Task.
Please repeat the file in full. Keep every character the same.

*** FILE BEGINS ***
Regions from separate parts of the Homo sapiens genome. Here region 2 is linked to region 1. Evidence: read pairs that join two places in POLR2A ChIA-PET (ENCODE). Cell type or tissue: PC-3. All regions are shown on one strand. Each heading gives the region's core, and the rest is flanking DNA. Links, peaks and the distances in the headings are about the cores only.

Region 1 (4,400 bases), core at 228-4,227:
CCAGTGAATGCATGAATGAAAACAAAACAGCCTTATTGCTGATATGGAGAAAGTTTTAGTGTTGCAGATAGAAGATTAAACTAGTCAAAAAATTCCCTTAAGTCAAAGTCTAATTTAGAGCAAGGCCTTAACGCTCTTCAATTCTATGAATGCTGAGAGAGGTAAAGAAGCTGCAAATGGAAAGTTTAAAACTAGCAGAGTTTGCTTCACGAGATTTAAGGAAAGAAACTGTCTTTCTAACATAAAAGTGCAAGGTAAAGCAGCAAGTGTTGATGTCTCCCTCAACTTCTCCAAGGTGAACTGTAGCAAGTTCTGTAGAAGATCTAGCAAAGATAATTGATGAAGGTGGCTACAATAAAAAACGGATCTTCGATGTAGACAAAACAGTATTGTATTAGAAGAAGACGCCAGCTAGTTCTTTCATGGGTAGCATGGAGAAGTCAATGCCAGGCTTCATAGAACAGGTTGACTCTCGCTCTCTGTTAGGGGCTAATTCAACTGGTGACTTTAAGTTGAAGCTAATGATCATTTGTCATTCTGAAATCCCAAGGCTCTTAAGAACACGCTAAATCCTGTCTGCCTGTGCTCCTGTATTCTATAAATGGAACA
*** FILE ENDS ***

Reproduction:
Regions from separate parts of the Homo sapiens genome. Here region 2 is linked to region 1. Evidence: read pairs that join two places in POLR2A ChIA-PET (ENCODE). Cell type or tissue: PC-3. All regions are shown on one strand. Each heading gives the region's core, and the rest is flanking DNA. Links, peaks and the distances in the headings are about the cores only.

Region 1 (4,400 bases), core at 228-4,227:
CCAGTGAATGCATGAATGAAAACAAAACAGCCTTATTGCTGATATGGAGAAAGTTTTAGTGTTGCAGATAGAAGATTAAACTAGTCAAAAAATTCCCTTAAGTCAAAGTCTAATTTAGAGCAAGGCCTTAACGCTCTTCAATTCTATGAATGCTGAGAGAGGTAAAGAAGCTGCAAATGGAAAGTTTAAAACTAGCAGAGTTTGCTTCACGAGATTTAAGGAAAGAAACTGTCTTTCTAACATAAAAGTGCAAGGTAAAGCAGCAAGTGTTGATGTCTCCCTCAACTTCTCCAAGGTGAACTGTAGCAAGTTCTGTAGAAGATCTAGCAAAGATAATTGATGAAGGTGGCTACAATAAAAAACGGATCTTCGATGTAGACAAAACAGTATTGTATTAGAAGAAGACGCCAGCTAGTTCTTTCATGGGTAGCATGGAGAAGTCAATGCCAGGCTTCATAGAACAGGTTGACTCTCGCTCTCTGTTAGGGGCTAATTCAACTGGTGACTTTAAGTTGAAGCTAATGATCATTTGTCATTCTGAAATCCCAAGGCTCTTAAGAACACGCTAAATCCTGTCTGCCTGTGCTCCTGTATTCTATAAATGGAACA